3. A strong preference for cartoons or animal shows in conjunction with an aversion to live television programs/movies.
  4. Anxiety in daycare/school settings combined with a clinginess to teacher (children are the same age and size, whereas the adults are more recognizable).
  5. Fear of crowded areas.
  6. Confusing caretakers for others with similar hair or clothing.

Part two of this article will focus on coping strategies. Your stories and input are very welcome!

A silhouette of Mom before her haircut. If you look into the faint stream of bubbles rising from her air regulator, you can see her hair floating.

Taking the Famous Faces Test From Musings on an Aspie
Prosopagnosia–Face Blindness in Action From Autistic Aloha

Autistic Warriors

We have no autism warriors in this house. We do, however, have Autistic Warriors.

As the neighborhood mothers and children gather at the bus stop two houses down, two Autistic Warriors wait for their bus.

Autistic Warrior the Younger runs in circles and cries “Wooo!”

Autistic Warrior the Elder smiles. “Ahhhh, such ferocity! He fights a brave battle against the anxiety of imminent school bus arrival!”

At the craft store, Autistic Warrior the Younger dons fearsome headphones to shield himself from the horrifying banalities of cashier-induced platitudes.

He fights a more formidable battle another day. The sour faces of judgmental and prejudiced shoppers sneer. They expect silence and order as they purchase their bananas and frozen Celeste Pizzas. To defeat them, Autistic Warrior the Younger unleashes his greatest weapon:

“Hello! My name is Liev. Would you like to know a bit about me? I have autism, Tourette’s and OCD. I could read before I was two and I am profoundly gifted. Sometimes my Tourette’s makes me jumpy so I can’t be still. Thank you and nice to meet you.”

These are the Younger’s words–a script he wrote to relieve the inexorable internal pressure of not knowing what to say. He chooses when and where to use it.  More than one pretty brunette at Target has been startled by his impromptu delivery.  Scowling cashiers, previously confounded by chirps and defiant hops, soften their features.

His introduction often evolves into pleasant conversations about numbers or merchandise.  We hear, “My xxx has autism, too!” more frequently than you would predict. Once, a cashier with dangly earrings and sparkly eyes leaned forward and beamed, “My son is autistic, too.” I took a second glance, and noticed the warrior horns of a True Ally emerge, pointed and imposing.

Self-advocacy is potent weapon against Autistic Warrior’s foes, stigma and ignorance. And when the Younger Warrior is weary of the battle and chooses not to engage, I remember. People imbibe auras.  Emit calmness and confidence, I remind myself, never shame or exasperation.

Self-advocates and allies speak in many voices; some soft and peaceable, others loud and ferocious. Regardless of volume or style, connecting personhood to autism wins every battle.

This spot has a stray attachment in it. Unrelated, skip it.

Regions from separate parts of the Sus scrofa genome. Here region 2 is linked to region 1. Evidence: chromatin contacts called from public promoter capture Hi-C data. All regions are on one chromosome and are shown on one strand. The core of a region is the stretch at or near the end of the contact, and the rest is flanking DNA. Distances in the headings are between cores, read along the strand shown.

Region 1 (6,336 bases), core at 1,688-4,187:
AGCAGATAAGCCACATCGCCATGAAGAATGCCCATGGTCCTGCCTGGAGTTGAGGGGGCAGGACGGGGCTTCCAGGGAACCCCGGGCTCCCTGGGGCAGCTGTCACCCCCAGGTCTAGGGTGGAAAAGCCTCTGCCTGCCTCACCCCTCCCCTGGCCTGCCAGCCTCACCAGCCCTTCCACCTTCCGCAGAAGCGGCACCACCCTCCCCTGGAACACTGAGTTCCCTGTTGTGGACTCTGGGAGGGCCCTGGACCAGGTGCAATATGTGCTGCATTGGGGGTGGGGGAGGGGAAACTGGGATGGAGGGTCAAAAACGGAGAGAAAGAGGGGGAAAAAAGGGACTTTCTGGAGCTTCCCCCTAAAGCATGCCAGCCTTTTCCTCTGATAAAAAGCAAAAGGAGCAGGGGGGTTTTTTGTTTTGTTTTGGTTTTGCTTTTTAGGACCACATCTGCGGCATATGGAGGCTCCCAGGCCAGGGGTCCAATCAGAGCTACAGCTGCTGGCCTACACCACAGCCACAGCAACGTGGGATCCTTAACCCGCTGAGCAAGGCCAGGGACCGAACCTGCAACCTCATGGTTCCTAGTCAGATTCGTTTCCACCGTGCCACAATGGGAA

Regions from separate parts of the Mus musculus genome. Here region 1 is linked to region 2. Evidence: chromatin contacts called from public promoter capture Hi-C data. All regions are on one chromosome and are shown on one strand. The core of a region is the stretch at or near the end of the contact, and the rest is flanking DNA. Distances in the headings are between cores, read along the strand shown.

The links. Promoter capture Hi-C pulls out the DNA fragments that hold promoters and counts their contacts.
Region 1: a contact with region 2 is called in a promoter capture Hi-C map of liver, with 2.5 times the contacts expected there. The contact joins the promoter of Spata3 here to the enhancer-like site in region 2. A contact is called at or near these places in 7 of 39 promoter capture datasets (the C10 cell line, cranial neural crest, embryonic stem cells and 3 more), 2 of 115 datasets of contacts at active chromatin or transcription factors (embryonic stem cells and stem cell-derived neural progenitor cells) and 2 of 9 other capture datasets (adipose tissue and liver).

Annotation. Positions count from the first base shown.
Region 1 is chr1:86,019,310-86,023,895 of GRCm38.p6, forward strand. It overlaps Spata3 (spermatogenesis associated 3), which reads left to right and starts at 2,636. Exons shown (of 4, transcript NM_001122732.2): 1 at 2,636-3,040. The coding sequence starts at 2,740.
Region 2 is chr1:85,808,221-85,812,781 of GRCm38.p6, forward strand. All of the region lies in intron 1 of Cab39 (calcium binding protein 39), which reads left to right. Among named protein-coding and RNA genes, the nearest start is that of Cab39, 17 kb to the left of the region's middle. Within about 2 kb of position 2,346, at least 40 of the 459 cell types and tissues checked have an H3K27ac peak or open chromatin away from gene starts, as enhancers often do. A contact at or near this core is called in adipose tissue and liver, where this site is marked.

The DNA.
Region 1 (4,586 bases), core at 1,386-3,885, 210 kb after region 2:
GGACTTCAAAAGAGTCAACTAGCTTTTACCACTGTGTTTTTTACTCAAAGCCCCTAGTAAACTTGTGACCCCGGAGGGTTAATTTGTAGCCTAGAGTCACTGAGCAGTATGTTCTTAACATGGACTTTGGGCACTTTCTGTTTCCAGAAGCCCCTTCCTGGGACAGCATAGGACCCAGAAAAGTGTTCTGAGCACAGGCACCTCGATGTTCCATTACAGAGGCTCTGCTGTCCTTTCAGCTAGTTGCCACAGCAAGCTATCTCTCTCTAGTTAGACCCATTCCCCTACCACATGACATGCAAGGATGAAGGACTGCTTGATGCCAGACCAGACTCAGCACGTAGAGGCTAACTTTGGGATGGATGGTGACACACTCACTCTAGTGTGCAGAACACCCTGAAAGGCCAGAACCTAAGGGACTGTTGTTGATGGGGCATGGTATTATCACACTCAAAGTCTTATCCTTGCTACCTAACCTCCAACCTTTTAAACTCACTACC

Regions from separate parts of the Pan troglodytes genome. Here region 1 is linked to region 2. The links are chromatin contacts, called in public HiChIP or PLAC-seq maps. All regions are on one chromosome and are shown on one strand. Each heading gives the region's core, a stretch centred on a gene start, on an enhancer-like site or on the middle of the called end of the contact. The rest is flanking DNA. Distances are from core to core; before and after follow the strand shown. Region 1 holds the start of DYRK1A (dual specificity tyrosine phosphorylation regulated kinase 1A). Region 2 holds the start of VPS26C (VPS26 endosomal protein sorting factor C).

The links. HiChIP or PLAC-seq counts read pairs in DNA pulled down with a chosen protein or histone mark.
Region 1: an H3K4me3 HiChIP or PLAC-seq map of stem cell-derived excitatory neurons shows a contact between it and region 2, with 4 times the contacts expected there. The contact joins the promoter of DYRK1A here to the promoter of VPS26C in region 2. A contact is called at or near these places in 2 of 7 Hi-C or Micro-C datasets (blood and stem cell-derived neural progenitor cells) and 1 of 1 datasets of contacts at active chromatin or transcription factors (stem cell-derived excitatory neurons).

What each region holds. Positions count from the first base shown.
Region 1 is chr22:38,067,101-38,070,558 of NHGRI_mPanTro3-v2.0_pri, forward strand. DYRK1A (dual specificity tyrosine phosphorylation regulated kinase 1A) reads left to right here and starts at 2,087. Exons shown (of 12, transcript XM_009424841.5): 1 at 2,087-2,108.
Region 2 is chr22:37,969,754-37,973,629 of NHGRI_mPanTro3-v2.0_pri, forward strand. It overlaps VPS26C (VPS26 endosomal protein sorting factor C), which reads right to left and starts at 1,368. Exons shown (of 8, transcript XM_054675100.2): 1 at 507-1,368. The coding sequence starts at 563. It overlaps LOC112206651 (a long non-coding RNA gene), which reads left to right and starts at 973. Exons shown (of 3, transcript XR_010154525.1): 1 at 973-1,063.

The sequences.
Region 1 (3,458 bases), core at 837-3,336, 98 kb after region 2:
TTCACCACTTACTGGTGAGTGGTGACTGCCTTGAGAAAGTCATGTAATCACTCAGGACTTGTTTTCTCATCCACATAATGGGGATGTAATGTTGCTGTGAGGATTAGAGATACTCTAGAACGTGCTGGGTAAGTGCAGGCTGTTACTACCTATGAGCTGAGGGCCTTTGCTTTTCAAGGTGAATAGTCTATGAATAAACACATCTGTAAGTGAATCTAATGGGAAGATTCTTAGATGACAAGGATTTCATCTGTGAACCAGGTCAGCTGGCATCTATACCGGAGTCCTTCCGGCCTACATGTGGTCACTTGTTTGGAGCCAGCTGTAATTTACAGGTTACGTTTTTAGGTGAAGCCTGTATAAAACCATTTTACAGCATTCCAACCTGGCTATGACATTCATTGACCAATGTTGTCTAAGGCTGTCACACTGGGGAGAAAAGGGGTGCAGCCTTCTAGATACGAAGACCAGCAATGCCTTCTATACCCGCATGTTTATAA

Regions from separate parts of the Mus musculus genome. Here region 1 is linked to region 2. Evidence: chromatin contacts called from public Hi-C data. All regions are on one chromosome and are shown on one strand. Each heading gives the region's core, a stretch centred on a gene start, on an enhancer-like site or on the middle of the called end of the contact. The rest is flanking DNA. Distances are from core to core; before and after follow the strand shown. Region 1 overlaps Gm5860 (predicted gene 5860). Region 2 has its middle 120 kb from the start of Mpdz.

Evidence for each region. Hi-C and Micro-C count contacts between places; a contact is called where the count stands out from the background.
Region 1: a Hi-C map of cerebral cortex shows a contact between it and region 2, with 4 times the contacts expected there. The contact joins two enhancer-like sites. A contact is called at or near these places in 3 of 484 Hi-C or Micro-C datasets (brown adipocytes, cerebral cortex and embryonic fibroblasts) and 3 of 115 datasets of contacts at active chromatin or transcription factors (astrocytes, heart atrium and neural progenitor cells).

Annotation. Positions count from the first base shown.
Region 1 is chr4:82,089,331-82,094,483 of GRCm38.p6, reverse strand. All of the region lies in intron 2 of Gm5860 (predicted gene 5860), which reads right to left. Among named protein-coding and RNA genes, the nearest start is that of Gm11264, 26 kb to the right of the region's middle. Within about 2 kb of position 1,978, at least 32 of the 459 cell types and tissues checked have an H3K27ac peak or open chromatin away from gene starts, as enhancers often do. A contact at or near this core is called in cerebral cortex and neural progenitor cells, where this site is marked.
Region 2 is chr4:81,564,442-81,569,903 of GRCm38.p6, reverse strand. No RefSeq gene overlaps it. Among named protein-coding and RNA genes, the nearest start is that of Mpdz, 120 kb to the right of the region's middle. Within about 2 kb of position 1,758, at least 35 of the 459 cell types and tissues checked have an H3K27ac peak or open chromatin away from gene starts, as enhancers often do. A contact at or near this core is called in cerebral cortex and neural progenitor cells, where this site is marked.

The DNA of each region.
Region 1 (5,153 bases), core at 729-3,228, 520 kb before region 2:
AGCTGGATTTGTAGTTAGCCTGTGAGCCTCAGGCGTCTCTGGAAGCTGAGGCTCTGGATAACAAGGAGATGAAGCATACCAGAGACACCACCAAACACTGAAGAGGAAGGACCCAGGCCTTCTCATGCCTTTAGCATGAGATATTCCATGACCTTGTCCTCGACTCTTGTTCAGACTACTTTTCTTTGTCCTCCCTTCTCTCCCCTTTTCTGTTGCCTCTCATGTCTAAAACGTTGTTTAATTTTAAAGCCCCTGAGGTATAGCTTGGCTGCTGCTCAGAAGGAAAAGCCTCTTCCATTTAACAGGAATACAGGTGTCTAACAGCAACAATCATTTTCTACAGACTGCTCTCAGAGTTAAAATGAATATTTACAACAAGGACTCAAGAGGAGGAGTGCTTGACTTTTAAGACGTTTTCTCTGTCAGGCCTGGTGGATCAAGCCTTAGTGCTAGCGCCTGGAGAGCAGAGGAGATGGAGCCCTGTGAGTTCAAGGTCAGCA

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Compulsive Behavior: A Plan For Us All

Summer Curses

Tourette’s season is here.

The hottest, heaviest weeks of the year amplify tics to unprecedented levels. Clouds of stupids, shut ups, and other unmentionables thicken the air.

Such is the pressure to expel offending words, my son must do more than speak them: he must type them, scrawl them, and even print them out on our label-maker.

We are cool with this.

Tics are neurological. Time-outs, scolding, and other intuitive interventions not only don’t work, they actually exacerbate tics. To decriminalize forbidden words is to diminish their frequency.

So, Liev can sing a thousand foul verses and print innumerable rude remarks. We blithely ignore him.

Some tics are easier to disregard than others. For example, I cannot bear touching tics. On long rainy afternoons I find myself entertaining a child compelled to touch me a hundred times an hour.  Last year, he hinked my boozle, this year he’s punching me.

Little Punchies

I don’t mean painful, aggressive punches, I mean soft little fist taps, 10,000 times a day. We call them “little punchies.”

As accepting as I am to Liev’s neurology, I struggle with this particular tic. Unexpected touch sets off a four alarm fire in my head. I jerk, jolt, and avert my own impulses to misbehave. This involuntary dramatic, negative response ensured a plethora of future little punchies. We were stuck in a loop.

Self-pity was my first choice. Summer is inherently miserable for me, so resigning myself to punchies with a mournful sigh seemed the way to go. Within a few days, little punchie nightmares took over my sleeping world. Without a reprieve from insistent little fist taps, I woke frazzled and depressed to the core.

I needed to take action. I needed to find a way to de-criminalize punchies since ignoring them was not working.

The solution was so obvious; I can’t believe I didn’t think of it.

One day as I picked Liev up from swimming, our respite worker Danielle asked, “Have you ever considered getting him a punching bag?”

No, actually, I hadn’t. The elegance of this solution made me want to shout “D’oh!” to the heavens.

The next day, we picked up a mixed martial arts bop bag. The company who manufactures the bag could never appreciate the wonderful favor they did for us by emblazoning it with numbered strike zones. More attractive than my backside or torso, the target-styled numbers invited infinite little punchies (and some big punchies, too!).

Little Punchies

Our new bop bag accomplished two delightful things. First, it gave me control over the little punchies, so I did not spend my afternoons engulfed in adrenal hyper-vigilance.  Second, it gave Liev an outlet for his prodigious energy.   Any suggested number sequence redirected volleys of dopamine-fueled punchies to “Bopping Billy.” Hooray!

As I reflected on the success of Danielle’s suggestion, I recognized the existential issue of little punchies. Pointing my son to a punching bag is no different from me directing myself to a canvas or notebook. Our family experience of Asperger’s and Tourette’s includes such a superfluity of mental and physical energy that we must continually channel the excess or drown in the overflow. To master ourselves,  we must uncover new outlets, so energies blossom outward in useful, healthy ways.